Lame Thinking or Ideological Lobotomy / Miriam Celaya

Ghost Ship. Image taken from a website on the internet.

Evidently, the dispute between left and right in political affairs is becoming too narrow to make any progress in resolving global conflicts today. More than narrow, it is absolutely simplistic. If the statement is applicable to worldwide levels, we are millions of years behind, judging by a contradiction that borders on the absurd: the inability of the so-called left to propose or participate in the politics of a totalitarian government that has declared itself a “leftist”, i.e., that defines itself from the overall direction of the nation by a single “communist” party.

And here we are. Any manifestation of thought which does not conform to the leftist persuasion is immediately disowned, ignored, silenced or even imprisoned, though it may not be exactly a “rightist” ideology. But, if the left doesn’t unconditionally subject itself to the will of the elite, then it doesn’t have a voice either.

It must be noted that one single thought does not exist inside the opposition, and that there are many variables within the Island’s left as well, from groups that are wholly subjected to the official thinking, mere parrots of government directives, to the more advanced sectors, suggesting bold proposals, not only in terms of economic reforms, but also with regard to the inclusive social and political transformations that should accompany changes in Cuba.

Between the two ends of the same rope — and we are talking about just the left and only about the left — there isn’t a very wide range of intermediate voices. The latter belong to those who want change, but not too many; they advocate journalism with an opinion, but still “socialist” and “revolutionary” journalism — let’s remember again that fascist dictate “Within the revolution, everything …” parting the seas of cultural and intellectual Cuban life since 1961, gagging all freedom of thought — that constantly appeal to “what Fidel said” or “what President Raúl stated” as legitimizing and sufficient sources that replace, all by themselves, the need for arguments. These are the ones who do not believe the need for any opening; a few cracks are enough, preferably protected by mesh to prevent any evils that always accompany freedom from slipping through.

But there are no nuances for the lords of power. People are either from the left or from the right, and this principle transcends all social life in the country. After this macro-classification, the rest is a breeze. Thus, those on the left supposedly have as their common denominator their adherence to the verses of Das Kapital, the Bible written by Karl Marx, the practice of hate towards imperialism, and the recognition of the undisputed guide of the Communist Party to rule the country, while dissidents, the opposition in general, and independent journalism in all its variables are part of an alleged block “of the right”, the betraying mercenaries working for the U.S. government so they get juicy funding from the US Treasury Department, not to mention advice from the CIA, though no one can figure out how it’s possible that, with such credentials, these individuals are not all in prison.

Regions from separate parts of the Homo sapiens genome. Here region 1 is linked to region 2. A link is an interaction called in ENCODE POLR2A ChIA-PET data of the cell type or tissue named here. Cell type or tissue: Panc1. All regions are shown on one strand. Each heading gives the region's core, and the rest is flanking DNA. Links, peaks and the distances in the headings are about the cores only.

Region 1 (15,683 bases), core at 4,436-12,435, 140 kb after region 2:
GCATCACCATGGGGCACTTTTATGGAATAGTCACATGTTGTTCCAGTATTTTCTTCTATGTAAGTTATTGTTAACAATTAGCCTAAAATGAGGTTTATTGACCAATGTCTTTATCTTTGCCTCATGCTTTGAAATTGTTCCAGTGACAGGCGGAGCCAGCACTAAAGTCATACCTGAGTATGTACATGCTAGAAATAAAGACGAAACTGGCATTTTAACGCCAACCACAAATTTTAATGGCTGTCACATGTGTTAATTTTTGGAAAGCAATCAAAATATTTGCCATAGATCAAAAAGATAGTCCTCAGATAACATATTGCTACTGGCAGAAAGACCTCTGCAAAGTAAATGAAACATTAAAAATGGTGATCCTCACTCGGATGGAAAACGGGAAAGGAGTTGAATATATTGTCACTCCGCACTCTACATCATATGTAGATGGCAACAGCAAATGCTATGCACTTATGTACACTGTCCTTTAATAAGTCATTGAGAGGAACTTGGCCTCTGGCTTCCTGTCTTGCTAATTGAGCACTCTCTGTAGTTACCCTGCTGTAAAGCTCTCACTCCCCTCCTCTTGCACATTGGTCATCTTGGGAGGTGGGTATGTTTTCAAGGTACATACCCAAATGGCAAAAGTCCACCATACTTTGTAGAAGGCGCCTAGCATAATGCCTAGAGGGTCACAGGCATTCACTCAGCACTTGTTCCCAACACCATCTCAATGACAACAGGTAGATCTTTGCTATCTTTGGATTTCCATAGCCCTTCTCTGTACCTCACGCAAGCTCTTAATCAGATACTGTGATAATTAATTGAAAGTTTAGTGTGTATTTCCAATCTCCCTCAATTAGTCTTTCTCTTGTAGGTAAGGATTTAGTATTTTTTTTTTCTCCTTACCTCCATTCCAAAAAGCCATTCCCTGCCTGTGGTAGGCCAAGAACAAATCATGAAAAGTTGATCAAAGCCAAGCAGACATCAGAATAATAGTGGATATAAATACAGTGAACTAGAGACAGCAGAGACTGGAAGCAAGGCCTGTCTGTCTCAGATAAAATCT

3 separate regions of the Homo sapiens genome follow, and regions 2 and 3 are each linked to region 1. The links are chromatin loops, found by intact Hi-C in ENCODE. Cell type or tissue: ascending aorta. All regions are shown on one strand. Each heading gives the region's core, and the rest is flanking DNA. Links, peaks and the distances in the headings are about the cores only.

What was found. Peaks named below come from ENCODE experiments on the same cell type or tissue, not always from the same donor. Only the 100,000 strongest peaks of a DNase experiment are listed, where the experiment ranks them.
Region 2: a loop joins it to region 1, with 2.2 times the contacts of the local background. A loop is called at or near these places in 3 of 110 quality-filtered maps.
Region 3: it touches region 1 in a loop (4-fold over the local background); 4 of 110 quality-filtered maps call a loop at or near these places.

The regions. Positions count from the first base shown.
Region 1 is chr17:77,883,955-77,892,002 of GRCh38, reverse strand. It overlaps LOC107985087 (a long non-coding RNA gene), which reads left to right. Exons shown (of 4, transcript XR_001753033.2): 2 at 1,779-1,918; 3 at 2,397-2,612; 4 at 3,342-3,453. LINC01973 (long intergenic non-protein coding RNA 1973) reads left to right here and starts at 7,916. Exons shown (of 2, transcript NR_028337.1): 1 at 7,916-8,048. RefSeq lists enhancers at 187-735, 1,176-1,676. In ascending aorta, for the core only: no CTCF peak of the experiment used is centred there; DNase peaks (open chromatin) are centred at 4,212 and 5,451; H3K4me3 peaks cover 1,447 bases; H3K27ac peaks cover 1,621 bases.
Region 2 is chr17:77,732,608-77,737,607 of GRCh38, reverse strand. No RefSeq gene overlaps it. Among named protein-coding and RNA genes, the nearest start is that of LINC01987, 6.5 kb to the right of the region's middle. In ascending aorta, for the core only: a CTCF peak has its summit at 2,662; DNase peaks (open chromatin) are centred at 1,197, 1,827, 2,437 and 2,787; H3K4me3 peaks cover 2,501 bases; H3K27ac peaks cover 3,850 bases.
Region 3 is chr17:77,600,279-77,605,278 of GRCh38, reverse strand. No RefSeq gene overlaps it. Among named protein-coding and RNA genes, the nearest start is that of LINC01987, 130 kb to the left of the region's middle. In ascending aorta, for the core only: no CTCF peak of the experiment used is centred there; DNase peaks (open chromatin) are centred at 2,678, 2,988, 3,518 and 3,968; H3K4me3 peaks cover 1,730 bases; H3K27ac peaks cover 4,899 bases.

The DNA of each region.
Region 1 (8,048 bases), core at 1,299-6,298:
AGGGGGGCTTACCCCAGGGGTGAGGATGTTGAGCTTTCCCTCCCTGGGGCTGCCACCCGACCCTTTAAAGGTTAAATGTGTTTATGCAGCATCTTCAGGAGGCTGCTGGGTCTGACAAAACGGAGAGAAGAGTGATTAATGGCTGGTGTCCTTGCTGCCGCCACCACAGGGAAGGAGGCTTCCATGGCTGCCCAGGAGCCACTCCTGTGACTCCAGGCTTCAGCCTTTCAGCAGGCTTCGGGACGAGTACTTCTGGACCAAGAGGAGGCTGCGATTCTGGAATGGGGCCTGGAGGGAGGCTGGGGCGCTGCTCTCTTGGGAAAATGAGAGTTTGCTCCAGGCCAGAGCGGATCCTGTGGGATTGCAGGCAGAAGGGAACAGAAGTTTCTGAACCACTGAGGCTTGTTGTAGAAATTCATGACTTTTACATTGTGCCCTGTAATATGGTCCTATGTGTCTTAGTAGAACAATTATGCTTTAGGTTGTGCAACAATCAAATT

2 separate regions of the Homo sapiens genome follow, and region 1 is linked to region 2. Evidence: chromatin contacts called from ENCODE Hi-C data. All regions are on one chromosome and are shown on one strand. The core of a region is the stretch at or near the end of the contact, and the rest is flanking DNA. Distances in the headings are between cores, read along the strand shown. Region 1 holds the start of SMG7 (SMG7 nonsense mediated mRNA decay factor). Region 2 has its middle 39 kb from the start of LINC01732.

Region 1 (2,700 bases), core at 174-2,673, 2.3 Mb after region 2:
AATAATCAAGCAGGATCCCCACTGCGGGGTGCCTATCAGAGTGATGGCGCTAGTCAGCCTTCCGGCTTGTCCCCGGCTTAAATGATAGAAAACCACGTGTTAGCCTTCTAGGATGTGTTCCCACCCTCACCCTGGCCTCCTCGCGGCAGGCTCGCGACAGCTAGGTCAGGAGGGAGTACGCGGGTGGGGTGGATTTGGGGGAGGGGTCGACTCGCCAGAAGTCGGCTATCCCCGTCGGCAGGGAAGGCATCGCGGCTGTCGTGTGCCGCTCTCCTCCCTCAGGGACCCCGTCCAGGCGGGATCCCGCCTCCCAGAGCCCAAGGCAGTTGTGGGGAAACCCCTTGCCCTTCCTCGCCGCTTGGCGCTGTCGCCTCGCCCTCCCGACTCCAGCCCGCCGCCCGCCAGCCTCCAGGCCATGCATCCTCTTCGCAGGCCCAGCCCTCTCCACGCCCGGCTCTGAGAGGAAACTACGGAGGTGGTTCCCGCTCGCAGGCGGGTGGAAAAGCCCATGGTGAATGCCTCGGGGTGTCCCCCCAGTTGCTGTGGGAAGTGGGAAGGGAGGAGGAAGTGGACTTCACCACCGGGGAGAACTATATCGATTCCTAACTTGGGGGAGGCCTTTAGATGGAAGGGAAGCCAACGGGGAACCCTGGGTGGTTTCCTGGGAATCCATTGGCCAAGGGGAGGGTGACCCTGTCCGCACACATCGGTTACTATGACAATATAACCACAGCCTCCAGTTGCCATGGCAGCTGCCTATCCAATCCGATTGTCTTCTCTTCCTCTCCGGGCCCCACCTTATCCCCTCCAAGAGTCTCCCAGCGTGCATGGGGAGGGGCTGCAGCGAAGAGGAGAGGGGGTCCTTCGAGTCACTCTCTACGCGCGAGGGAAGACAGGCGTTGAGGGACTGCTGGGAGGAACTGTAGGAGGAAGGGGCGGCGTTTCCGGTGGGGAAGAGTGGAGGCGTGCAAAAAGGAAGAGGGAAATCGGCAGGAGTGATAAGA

Seen from such a common view, it would seem that Cuban political thought is marked by ideological lobotomy: either you are on the left — and fully assume the roles dictated — or you are of the right, with all the consequences that entails. If you won’t define yourself in this primitive way, you simply “AREN’T”.

That’s why my friend, a foreign political scientist with whom I correspond fairly often, has told me that when he visits Cuba and meets with representatives of the official academics, he gets the impression of facing “lame thought.” So, while the world seeks new political solutions to meet the challenges of modern times; while globalization moves on, leaving behind old concepts of finding regional remedies against universal ills, and the technology of information and communication lend human thought and development an urgent pace, the Cuban political scene weakens at the same pace as the system and the whole country.

If we continue at this pace, we are eternally doomed to be a miniscule hamlet lost in the whirlwind of changes revolving around us, but not touching us. More than a wreck, Cuba threatens to become the ghost ship of postmodernism: without port, destination, leadership or crew.

Translated by Norma Whiting

May 7 2012